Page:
Open Access? An Important Question. A Handful of Links.

From Cathy Davidson’s HASTAC-hosted blog comes the news that “the Academic Council at Duke University unanimously adopted an Open Access policy for scholarly articles written by the Duke faculty.” In a post at Scholarly Communications @ Duke, Kevin Smith writes

One thing that librarians often believe is that faculty will only be motivated for open access by their own self-interest — impact, citation and the like. But yesterday Cathy Davidson made an eloquent plea for greater access for people around the world who are blocked by high subscriptions costs and other “toll-access” policies. All round the room, heads were nodding as she spoke. I was reminded that most faculty members genuinely do care about the overall welfare of scholarship and learning.

Smith, in turn, links to Joseph Esposito’s “Let’s Make Open Access Work,” published at The Scholarly Kitchen, a blog of the Society for Scholarly Publishing Esposito’s post opens with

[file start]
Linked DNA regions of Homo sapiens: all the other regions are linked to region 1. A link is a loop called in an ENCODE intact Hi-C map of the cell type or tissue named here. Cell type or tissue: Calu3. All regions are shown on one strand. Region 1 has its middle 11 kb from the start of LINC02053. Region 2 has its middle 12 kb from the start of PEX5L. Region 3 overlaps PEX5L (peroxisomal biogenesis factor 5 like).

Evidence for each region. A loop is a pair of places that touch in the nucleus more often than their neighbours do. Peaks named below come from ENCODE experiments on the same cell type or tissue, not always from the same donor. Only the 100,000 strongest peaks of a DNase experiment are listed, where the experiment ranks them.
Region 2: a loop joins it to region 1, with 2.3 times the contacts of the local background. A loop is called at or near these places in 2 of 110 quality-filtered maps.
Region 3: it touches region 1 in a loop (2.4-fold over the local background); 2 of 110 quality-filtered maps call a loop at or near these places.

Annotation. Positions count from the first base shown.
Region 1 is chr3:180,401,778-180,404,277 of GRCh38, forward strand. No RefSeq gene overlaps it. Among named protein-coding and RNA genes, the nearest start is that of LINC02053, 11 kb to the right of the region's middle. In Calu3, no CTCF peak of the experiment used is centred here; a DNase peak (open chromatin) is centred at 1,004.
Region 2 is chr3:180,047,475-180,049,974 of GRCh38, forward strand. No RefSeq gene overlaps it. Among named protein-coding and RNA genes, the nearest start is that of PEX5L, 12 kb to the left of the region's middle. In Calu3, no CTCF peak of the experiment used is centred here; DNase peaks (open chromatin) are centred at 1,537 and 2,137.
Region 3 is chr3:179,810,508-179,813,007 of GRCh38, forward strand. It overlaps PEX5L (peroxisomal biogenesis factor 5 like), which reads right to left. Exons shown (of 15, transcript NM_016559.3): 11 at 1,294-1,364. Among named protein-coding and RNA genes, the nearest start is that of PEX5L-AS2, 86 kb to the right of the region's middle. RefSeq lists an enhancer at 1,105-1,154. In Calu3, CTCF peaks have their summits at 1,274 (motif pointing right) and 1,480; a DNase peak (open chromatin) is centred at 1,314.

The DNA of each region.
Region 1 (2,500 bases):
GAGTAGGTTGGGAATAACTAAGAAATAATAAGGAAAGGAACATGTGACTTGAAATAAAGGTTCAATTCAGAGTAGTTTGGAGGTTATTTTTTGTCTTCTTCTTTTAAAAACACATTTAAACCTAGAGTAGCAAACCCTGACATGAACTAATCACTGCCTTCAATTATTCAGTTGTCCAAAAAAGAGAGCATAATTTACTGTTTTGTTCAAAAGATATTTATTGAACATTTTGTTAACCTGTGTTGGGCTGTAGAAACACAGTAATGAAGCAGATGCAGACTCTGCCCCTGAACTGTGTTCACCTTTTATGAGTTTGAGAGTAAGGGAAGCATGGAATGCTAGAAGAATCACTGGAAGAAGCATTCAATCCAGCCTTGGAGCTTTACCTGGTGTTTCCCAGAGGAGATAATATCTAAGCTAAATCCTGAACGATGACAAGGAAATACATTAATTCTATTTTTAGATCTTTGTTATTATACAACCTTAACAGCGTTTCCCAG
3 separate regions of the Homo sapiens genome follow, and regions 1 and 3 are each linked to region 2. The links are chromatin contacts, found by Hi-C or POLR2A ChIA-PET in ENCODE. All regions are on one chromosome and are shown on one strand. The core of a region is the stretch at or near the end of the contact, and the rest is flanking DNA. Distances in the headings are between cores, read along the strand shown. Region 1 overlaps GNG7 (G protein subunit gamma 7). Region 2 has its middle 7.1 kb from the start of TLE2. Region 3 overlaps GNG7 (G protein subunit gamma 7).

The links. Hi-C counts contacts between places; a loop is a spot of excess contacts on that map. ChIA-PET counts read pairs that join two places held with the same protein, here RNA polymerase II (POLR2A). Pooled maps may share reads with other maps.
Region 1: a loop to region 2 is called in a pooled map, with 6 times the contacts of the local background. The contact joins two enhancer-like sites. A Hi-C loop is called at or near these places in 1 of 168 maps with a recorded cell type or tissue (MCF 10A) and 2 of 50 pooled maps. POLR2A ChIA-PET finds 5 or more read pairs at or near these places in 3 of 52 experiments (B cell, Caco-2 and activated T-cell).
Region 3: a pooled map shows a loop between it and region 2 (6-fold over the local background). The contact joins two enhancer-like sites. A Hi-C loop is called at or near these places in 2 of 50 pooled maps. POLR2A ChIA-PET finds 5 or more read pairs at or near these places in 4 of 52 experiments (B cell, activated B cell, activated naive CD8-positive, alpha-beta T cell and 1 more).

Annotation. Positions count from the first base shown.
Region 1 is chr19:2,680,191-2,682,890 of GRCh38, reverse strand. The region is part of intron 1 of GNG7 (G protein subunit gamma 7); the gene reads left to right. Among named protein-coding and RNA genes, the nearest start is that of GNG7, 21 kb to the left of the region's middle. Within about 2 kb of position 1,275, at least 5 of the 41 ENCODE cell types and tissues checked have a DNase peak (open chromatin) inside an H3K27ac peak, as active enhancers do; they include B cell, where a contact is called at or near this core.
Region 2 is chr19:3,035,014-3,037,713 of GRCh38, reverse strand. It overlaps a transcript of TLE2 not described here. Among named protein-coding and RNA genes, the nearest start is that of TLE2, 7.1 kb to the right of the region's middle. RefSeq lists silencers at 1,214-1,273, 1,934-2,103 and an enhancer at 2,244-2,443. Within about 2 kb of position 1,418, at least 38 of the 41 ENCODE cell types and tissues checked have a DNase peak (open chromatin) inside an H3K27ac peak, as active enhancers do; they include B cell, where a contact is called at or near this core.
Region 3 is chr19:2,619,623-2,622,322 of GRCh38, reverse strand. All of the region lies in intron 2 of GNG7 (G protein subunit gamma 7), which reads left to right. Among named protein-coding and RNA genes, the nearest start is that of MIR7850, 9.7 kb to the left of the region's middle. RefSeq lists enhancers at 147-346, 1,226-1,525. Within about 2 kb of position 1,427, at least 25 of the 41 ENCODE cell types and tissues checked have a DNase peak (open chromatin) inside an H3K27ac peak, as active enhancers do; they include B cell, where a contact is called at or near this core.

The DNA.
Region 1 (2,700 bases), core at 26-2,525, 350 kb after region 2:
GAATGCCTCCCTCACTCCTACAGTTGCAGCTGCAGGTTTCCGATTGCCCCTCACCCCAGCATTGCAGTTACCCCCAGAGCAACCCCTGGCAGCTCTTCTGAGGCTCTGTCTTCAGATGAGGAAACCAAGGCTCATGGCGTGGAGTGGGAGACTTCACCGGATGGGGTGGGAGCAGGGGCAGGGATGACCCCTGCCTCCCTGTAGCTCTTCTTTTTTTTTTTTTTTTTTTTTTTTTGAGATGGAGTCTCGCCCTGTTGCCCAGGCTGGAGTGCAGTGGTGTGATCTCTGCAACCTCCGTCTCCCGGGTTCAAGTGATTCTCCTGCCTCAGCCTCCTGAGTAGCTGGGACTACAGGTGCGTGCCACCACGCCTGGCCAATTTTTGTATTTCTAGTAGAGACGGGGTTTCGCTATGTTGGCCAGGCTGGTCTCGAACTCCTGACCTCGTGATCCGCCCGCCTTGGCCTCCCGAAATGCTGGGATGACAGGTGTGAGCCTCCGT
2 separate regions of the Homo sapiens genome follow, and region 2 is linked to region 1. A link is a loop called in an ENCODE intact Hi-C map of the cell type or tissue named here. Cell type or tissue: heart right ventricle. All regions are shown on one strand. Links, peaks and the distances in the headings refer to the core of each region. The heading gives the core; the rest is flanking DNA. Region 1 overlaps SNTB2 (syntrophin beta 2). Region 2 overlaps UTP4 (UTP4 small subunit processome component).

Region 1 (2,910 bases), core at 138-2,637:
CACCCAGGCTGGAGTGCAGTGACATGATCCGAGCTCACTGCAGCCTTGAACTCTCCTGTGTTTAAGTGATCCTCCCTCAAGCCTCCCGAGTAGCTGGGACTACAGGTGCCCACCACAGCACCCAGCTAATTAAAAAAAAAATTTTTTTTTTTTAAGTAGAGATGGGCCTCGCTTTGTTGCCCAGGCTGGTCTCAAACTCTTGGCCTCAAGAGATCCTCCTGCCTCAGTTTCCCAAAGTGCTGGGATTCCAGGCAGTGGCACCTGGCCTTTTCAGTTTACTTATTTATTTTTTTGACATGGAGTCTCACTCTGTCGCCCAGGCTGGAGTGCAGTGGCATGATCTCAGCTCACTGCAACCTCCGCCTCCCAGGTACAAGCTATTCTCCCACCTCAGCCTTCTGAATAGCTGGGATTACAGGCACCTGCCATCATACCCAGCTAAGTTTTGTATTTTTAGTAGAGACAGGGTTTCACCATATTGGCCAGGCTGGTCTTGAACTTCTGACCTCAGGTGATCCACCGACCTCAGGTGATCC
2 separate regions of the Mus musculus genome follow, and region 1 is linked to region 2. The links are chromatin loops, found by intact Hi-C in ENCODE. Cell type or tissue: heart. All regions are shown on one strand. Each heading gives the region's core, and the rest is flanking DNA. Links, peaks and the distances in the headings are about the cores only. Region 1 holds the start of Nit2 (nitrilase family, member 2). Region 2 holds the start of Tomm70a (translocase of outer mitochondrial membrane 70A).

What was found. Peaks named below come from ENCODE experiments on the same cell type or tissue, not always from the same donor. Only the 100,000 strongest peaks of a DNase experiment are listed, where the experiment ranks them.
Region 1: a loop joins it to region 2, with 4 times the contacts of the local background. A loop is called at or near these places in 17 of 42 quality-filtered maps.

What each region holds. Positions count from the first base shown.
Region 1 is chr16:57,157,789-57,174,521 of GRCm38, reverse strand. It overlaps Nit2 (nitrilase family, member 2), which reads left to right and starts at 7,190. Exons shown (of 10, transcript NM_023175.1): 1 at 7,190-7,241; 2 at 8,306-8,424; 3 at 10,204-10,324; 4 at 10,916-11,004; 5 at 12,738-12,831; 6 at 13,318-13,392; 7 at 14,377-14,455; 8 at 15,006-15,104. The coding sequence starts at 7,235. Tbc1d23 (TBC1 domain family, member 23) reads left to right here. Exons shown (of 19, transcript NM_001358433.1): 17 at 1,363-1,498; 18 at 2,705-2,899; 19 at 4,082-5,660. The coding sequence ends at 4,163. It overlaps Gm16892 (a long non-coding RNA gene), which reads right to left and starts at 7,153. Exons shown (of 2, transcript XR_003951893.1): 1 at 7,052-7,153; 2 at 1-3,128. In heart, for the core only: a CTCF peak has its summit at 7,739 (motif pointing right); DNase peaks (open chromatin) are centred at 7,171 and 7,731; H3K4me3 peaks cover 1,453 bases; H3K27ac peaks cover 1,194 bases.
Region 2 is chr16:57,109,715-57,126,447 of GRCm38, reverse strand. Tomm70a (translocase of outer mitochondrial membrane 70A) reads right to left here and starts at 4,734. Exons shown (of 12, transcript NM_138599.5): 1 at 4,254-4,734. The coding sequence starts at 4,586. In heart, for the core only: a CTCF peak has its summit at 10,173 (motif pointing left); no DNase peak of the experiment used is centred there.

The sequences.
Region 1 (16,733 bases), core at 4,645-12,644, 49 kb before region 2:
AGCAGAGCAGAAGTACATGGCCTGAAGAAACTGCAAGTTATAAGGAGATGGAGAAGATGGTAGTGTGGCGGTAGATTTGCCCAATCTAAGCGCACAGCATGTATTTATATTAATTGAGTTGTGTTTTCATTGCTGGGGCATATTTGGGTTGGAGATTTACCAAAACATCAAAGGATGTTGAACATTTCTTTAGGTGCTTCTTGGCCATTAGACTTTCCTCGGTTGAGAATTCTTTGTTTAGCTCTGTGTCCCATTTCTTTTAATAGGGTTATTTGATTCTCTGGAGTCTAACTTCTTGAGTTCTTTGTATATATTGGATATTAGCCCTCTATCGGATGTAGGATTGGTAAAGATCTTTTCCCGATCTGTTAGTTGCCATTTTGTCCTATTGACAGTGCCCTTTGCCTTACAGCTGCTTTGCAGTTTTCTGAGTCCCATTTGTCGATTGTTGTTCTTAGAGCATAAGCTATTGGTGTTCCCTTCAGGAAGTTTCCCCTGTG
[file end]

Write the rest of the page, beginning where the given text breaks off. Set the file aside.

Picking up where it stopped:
This is a blog post that will please no one. That is not the intention; I am not writing it to pick fights. But the topic is open access (OA), and on this topic, fights inevitably erupt; it is scholarly communications’ equivalent of the Culture Wars. For my part, I stand with Voltaire: The perfect is the enemy of the good. Already in the background I can hear advocates of perfection beginning to sharpen their swords. So, without reference to the many arguments on all sides of the matter, How can we make OA work?…